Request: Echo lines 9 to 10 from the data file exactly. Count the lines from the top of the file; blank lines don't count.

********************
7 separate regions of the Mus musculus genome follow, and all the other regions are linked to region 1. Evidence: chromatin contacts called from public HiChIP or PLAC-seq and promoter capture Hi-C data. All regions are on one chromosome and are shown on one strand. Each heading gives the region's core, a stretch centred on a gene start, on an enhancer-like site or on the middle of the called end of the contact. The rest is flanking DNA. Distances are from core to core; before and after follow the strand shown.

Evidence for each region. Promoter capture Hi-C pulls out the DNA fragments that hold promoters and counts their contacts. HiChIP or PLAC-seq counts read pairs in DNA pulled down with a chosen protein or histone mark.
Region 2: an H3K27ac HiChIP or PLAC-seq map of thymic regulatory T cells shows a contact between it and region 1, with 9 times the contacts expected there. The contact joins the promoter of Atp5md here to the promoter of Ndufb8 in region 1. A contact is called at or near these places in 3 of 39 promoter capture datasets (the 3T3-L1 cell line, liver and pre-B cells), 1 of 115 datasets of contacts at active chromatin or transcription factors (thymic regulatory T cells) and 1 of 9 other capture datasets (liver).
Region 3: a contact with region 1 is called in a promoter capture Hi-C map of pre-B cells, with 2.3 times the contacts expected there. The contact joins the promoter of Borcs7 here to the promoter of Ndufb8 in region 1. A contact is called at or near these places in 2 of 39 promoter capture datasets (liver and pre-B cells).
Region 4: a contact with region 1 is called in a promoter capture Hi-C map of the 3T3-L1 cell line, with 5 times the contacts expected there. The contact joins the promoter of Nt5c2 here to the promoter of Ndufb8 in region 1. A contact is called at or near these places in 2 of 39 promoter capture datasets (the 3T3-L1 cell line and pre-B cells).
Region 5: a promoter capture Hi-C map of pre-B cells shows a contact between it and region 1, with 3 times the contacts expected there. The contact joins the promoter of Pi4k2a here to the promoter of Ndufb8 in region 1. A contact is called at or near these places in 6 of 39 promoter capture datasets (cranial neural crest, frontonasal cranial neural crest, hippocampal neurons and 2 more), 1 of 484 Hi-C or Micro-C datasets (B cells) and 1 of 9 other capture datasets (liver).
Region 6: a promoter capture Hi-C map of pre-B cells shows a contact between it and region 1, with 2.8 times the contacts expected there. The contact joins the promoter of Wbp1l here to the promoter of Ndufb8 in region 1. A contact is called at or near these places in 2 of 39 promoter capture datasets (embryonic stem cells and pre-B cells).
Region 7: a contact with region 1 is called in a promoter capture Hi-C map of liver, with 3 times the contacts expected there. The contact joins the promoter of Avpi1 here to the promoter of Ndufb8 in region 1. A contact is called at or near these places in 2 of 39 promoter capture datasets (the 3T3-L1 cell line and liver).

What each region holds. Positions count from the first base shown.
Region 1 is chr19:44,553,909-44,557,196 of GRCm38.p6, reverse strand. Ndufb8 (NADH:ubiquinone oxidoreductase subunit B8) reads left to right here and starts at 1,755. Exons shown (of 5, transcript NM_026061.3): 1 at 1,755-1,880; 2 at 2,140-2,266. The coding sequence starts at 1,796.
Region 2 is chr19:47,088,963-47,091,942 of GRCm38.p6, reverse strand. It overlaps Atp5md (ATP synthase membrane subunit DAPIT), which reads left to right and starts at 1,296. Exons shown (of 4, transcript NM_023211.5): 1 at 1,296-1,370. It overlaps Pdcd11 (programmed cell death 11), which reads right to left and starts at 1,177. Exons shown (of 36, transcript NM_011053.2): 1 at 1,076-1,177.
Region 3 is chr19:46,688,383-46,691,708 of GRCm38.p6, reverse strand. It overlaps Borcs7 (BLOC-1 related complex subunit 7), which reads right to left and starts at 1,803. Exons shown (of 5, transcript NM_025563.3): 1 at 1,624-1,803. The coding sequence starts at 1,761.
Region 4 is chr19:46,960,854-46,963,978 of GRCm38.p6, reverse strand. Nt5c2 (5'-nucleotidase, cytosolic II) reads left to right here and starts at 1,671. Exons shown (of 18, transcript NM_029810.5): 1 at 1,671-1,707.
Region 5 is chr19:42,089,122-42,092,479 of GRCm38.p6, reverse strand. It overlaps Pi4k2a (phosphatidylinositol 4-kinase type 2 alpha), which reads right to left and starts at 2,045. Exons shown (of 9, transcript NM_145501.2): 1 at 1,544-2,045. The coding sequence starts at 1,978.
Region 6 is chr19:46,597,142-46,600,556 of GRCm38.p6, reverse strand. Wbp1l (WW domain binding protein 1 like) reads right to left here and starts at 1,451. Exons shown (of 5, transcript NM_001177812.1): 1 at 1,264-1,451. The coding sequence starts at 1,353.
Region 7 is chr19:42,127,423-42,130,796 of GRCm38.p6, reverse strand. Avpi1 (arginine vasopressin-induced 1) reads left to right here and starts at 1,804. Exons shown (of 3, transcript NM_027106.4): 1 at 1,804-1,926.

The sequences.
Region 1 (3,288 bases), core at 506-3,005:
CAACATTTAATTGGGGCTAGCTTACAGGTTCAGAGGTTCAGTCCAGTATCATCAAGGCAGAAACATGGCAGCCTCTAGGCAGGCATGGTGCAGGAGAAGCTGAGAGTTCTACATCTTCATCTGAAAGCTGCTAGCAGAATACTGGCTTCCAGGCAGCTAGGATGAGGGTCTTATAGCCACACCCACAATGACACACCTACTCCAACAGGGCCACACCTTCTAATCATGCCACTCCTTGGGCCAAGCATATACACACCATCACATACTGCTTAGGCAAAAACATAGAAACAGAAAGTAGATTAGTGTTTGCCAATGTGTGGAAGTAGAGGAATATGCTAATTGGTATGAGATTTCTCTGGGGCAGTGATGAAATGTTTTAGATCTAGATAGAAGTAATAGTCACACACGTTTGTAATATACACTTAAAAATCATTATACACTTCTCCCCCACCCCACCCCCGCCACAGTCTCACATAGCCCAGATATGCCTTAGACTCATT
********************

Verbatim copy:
What each region holds. Positions count from the first base shown.
Region 1 is chr19:44,553,909-44,557,196 of GRCm38.p6, reverse strand. Ndufb8 (NADH:ubiquinone oxidoreductase subunit B8) reads left to right here and starts at 1,755. Exons shown (of 5, transcript NM_026061.3): 1 at 1,755-1,880; 2 at 2,140-2,266. The coding sequence starts at 1,796.